Archaeologists have sustained a tangible loss. For as long as living archaeologists have been digging, there has been no legal export of finds from Iraq. All the artifacts discovered by American achaeologists—before the embargo suspended their digs in 1990—rested in Iraq’s museums.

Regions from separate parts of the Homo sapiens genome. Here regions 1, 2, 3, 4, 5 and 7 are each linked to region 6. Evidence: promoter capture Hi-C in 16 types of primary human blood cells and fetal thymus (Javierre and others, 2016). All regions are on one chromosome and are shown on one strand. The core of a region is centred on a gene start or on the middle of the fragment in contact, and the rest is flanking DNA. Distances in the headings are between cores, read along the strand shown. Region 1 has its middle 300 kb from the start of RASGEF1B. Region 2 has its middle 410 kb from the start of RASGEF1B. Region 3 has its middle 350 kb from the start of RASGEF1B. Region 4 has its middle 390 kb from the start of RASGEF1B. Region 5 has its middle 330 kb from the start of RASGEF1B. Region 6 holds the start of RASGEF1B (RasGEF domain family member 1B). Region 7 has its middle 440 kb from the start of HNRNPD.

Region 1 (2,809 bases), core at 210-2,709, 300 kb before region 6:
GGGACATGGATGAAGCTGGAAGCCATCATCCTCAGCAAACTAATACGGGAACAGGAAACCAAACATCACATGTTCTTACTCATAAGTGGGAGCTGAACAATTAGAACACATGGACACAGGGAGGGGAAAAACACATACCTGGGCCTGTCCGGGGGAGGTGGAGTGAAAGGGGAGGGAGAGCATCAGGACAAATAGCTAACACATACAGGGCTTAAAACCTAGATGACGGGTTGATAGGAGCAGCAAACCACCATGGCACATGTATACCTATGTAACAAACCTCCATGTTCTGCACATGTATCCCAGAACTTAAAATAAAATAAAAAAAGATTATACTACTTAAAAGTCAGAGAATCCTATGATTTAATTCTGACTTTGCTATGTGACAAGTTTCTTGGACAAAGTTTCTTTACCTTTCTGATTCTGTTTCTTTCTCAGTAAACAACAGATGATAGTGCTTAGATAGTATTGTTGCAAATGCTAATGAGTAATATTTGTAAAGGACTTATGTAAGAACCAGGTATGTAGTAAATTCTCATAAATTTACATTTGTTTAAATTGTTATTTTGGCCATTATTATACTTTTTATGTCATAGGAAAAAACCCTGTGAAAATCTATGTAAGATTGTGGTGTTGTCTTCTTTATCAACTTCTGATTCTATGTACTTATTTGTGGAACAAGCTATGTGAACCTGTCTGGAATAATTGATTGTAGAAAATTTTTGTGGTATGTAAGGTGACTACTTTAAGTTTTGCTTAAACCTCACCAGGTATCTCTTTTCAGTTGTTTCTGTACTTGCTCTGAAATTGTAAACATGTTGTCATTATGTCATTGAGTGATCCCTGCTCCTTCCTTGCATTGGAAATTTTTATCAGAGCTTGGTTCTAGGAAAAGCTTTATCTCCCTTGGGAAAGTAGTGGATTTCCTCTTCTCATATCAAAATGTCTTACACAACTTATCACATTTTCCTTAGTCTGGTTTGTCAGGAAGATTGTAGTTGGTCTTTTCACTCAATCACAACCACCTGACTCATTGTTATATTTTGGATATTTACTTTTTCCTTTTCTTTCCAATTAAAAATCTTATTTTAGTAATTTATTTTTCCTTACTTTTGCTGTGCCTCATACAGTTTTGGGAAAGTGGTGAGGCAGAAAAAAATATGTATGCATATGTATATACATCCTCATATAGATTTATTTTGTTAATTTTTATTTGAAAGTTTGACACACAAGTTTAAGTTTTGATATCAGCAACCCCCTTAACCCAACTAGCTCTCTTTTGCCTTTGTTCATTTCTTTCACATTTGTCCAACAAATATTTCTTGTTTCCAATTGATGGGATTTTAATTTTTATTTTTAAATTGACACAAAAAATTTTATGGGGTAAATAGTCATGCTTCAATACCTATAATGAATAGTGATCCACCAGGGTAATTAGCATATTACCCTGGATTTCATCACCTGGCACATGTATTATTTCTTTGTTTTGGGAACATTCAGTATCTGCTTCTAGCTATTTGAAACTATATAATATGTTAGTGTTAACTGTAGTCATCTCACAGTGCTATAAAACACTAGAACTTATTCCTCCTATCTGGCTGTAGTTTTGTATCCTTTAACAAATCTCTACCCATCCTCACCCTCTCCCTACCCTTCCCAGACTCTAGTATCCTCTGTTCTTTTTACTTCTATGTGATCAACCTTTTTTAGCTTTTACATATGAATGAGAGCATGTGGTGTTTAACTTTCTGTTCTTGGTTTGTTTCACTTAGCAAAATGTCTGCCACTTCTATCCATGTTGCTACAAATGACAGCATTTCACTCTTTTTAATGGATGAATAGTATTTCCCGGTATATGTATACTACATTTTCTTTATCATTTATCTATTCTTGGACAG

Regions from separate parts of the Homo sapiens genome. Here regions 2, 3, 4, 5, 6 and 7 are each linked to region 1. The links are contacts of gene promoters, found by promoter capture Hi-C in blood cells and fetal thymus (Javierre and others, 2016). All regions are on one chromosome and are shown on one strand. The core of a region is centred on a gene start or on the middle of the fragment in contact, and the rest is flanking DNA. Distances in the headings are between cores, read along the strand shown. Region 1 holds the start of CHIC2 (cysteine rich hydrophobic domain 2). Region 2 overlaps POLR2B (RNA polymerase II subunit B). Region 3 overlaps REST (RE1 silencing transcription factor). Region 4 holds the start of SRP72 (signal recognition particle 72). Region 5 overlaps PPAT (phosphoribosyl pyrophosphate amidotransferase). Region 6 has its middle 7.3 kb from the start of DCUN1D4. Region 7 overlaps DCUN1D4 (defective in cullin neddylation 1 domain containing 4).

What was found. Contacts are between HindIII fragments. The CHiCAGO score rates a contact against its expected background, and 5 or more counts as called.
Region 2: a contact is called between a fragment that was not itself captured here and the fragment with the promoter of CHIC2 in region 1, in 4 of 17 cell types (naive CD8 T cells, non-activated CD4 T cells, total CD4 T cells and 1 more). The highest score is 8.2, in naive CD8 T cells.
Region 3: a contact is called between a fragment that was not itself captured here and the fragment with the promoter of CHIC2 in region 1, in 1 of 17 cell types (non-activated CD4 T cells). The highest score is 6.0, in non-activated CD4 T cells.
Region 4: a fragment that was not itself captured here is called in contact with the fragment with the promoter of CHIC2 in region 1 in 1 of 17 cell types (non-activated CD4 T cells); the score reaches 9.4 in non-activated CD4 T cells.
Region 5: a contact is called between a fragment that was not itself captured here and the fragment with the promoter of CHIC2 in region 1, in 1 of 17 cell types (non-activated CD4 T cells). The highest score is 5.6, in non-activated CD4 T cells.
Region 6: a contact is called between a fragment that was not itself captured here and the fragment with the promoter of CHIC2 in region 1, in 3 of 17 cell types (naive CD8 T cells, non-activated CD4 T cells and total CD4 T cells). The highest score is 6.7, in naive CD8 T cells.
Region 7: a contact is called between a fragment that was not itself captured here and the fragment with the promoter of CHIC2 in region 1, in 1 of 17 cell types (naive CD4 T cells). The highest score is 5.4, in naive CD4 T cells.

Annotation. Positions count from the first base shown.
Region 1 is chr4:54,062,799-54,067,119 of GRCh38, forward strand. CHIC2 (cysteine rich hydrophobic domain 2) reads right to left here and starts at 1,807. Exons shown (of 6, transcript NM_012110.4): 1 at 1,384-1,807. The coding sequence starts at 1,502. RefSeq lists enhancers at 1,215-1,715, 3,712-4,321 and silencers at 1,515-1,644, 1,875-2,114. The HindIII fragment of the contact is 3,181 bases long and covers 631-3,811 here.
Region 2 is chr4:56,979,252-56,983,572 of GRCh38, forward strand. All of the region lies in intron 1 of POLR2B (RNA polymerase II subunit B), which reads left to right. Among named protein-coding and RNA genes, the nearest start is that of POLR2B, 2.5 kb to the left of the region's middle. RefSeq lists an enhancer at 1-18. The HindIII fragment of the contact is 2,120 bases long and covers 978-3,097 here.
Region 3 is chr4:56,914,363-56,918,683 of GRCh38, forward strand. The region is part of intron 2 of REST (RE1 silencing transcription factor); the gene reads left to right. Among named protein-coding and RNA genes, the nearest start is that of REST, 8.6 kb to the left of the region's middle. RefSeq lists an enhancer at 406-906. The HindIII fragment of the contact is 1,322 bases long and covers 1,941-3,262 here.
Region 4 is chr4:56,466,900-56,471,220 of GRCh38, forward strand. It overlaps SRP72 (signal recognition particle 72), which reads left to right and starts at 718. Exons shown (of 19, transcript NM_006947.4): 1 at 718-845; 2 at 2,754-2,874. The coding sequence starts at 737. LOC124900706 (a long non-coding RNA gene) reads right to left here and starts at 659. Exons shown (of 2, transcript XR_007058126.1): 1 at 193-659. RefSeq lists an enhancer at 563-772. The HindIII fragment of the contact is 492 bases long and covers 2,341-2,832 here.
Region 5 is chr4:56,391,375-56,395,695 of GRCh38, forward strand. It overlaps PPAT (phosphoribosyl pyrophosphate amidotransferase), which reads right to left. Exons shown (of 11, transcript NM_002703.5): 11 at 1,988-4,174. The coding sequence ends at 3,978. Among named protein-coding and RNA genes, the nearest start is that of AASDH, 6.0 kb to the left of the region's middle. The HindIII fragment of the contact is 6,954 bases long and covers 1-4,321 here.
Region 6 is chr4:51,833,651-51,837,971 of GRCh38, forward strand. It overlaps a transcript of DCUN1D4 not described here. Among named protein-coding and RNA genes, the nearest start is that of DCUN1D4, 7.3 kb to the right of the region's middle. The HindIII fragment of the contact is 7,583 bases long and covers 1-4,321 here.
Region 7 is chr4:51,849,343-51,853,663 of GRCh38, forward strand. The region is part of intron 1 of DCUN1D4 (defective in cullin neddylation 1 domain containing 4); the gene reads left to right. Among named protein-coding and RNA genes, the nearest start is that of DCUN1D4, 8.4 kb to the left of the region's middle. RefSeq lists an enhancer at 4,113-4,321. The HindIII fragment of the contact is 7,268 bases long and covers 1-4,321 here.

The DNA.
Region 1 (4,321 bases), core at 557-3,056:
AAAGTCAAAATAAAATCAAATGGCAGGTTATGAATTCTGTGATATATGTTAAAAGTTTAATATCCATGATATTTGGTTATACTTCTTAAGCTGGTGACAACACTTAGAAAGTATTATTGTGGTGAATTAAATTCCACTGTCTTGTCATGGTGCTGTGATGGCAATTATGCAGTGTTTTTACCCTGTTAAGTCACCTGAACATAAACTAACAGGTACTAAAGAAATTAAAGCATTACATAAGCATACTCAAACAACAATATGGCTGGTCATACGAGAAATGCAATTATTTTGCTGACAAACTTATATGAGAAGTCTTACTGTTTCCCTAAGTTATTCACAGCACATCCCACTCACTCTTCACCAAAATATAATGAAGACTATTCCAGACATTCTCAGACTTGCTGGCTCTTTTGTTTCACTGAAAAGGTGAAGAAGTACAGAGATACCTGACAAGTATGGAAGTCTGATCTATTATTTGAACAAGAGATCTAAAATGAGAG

Now listening to the scholars, you might be persuaded that the looting of the Iraq Museum is the greatest loss to human knowledge since the Library of Alexandria burned down. Gibson has compared the stolen artifacts to the most famous archaeological treasures in the world: “The Baghdad museum is the equivalent of the Cairo museum. It would be like having American soldiers 200 feet outside the Cairo museum watching people carry away treasures from King Tut’s tomb or carting away mummies.” All of these comparisons are pure hyperbole, much of it self-serving, all of it lapped up by anti-war activists, and some of it believed by editorial writers. Still, for archaeologists and students of later periods of Iraq’s history, this has been an unmitigated catastrophe.